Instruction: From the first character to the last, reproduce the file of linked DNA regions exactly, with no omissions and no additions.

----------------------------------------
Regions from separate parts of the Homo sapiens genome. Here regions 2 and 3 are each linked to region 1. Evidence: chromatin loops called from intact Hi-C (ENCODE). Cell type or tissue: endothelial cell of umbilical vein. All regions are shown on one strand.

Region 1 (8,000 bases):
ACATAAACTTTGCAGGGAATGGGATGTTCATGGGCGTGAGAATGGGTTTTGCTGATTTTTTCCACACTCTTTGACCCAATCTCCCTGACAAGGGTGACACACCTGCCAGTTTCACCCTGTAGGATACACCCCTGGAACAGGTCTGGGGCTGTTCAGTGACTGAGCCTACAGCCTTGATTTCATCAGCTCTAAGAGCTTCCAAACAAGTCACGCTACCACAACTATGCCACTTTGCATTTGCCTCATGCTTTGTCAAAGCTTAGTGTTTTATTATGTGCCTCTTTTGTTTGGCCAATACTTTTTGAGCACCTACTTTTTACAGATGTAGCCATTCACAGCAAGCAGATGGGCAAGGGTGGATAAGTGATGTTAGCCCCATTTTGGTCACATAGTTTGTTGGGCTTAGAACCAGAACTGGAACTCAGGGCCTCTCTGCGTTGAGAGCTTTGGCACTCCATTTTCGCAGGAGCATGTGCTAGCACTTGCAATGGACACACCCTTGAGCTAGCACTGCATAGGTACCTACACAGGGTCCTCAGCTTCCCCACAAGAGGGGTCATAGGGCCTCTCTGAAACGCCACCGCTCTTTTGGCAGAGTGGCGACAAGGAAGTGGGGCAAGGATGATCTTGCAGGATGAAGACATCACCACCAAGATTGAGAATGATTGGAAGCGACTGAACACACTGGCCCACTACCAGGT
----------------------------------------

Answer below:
Regions from separate parts of the Homo sapiens genome. Here regions 2 and 3 are each linked to region 1. Evidence: chromatin loops called from intact Hi-C (ENCODE). Cell type or tissue: endothelial cell of umbilical vein. All regions are shown on one strand.

Region 1 (8,000 bases):
ACATAAACTTTGCAGGGAATGGGATGTTCATGGGCGTGAGAATGGGTTTTGCTGATTTTTTCCACACTCTTTGACCCAATCTCCCTGACAAGGGTGACACACCTGCCAGTTTCACCCTGTAGGATACACCCCTGGAACAGGTCTGGGGCTGTTCAGTGACTGAGCCTACAGCCTTGATTTCATCAGCTCTAAGAGCTTCCAAACAAGTCACGCTACCACAACTATGCCACTTTGCATTTGCCTCATGCTTTGTCAAAGCTTAGTGTTTTATTATGTGCCTCTTTTGTTTGGCCAATACTTTTTGAGCACCTACTTTTTACAGATGTAGCCATTCACAGCAAGCAGATGGGCAAGGGTGGATAAGTGATGTTAGCCCCATTTTGGTCACATAGTTTGTTGGGCTTAGAACCAGAACTGGAACTCAGGGCCTCTCTGCGTTGAGAGCTTTGGCACTCCATTTTCGCAGGAGCATGTGCTAGCACTTGCAATGGACACACCCTTGAGCTAGCACTGCATAGGTACCTACACAGGGTCCTCAGCTTCCCCACAAGAGGGGTCATAGGGCCTCTCTGAAACGCCACCGCTCTTTTGGCAGAGTGGCGACAAGGAAGTGGGGCAAGGATGATCTTGCAGGATGAAGACATCACCACCAAGATTGAGAATGATTGGAAGCGACTGAACACACTGGCCCACTACCAGGT